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Endocrine. 2010 Oct;38(2):221-6. doi: 10.1007/s12020-010-9377-6. Epub 2010 Jul 17.

No effect of bicarbonate treatment on insulin sensitivity and glucose control in non-diabetic older adults.

Author information

1
Jean Mayer USDA Human Nutrition Research Center on Aging at Tufts University, 711 Washington St., Boston, MA 02111, USA. susan.harris@tufts.edu

Abstract

Chronic mild metabolic acidosis is common among older adults, and limited evidence suggests that it may contribute to insulin resistance and type-2 diabetes. This analysis was conducted to determine whether bicarbonate supplementation, an alkalinizing treatment, improves insulin sensitivity or glucose control in non-diabetic older adults. Fasting blood glucose and insulin were measured in stored samples from subjects who had completed a 3-month clinical trial of bicarbonate supplementation to improve indicators of bone and muscle health. One hundred and fifty three ambulatory, non-diabetic adults aged 50 years and older were studied. Subjects were randomized to one of two bicarbonate groups (67.5 mmol/day of potassium bicarbonate or sodium bicarbonate) or to one of two no-bicarbonate groups (67.5 mmol/day of placebo or potassium chloride). Subjects remained on treatment throughout the 3-month study. The primary outcome measures were changes in fasting plasma glucose, serum insulin and HOMA-IR, an index of insulin resistance. Bicarbonate supplementation reduced net acid excretion (adjusted mean±SEM for the change in NAE/creatinine, mmol/mmol, was 0.23±0.22 in the no-bicarbonate group compared with -3.53±0.22 in the bicarbonate group, P<0.001) but had no effect on fasting plasma glucose, serum insulin, or HOMA-IR. In conclusion, bicarbonate supplementation does not appear to improve insulin sensitivity or glucose control in non-diabetic older adults.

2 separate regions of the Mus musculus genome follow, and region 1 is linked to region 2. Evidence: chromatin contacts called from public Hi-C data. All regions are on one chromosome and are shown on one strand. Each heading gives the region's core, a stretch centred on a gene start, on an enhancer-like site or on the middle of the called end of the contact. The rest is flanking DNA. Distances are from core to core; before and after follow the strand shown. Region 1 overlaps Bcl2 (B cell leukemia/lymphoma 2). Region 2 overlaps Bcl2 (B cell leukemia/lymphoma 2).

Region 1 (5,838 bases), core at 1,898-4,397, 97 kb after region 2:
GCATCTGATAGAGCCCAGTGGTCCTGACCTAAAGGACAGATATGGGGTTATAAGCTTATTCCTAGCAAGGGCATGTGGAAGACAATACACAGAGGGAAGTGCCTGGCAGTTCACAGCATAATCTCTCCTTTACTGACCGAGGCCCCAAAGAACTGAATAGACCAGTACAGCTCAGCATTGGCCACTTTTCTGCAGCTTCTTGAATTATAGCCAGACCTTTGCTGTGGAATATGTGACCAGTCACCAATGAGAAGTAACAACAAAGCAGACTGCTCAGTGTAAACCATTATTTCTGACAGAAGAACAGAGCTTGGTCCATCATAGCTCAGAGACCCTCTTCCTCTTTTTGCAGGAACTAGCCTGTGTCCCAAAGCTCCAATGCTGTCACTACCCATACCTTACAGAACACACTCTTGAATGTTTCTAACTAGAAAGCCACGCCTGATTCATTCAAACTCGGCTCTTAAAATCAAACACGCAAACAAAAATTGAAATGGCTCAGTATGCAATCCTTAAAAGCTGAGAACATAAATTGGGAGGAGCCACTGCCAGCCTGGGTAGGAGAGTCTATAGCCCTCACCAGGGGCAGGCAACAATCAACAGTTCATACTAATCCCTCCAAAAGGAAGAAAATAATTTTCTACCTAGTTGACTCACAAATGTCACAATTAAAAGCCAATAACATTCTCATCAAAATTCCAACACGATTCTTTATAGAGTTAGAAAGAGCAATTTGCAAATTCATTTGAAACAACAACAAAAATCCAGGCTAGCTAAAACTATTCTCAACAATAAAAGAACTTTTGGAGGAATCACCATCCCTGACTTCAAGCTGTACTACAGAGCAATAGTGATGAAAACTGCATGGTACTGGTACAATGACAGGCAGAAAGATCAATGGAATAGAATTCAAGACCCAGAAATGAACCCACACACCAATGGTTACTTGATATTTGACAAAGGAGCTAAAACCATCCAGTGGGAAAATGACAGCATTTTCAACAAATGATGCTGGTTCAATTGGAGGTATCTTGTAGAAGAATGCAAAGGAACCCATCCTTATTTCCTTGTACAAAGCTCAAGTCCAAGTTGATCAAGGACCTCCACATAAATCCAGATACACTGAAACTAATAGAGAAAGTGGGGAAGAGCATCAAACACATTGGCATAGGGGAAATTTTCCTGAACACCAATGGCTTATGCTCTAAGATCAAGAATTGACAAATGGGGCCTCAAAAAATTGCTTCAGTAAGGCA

TRIAL REGISTRATION:

ClinicalTrials.gov NCT00357214.

PMID:
21046483
PMCID:
PMC3059747
DOI:
10.1007/s12020-010-9377-6
[Indexed for MEDLINE]
Free PMC Article

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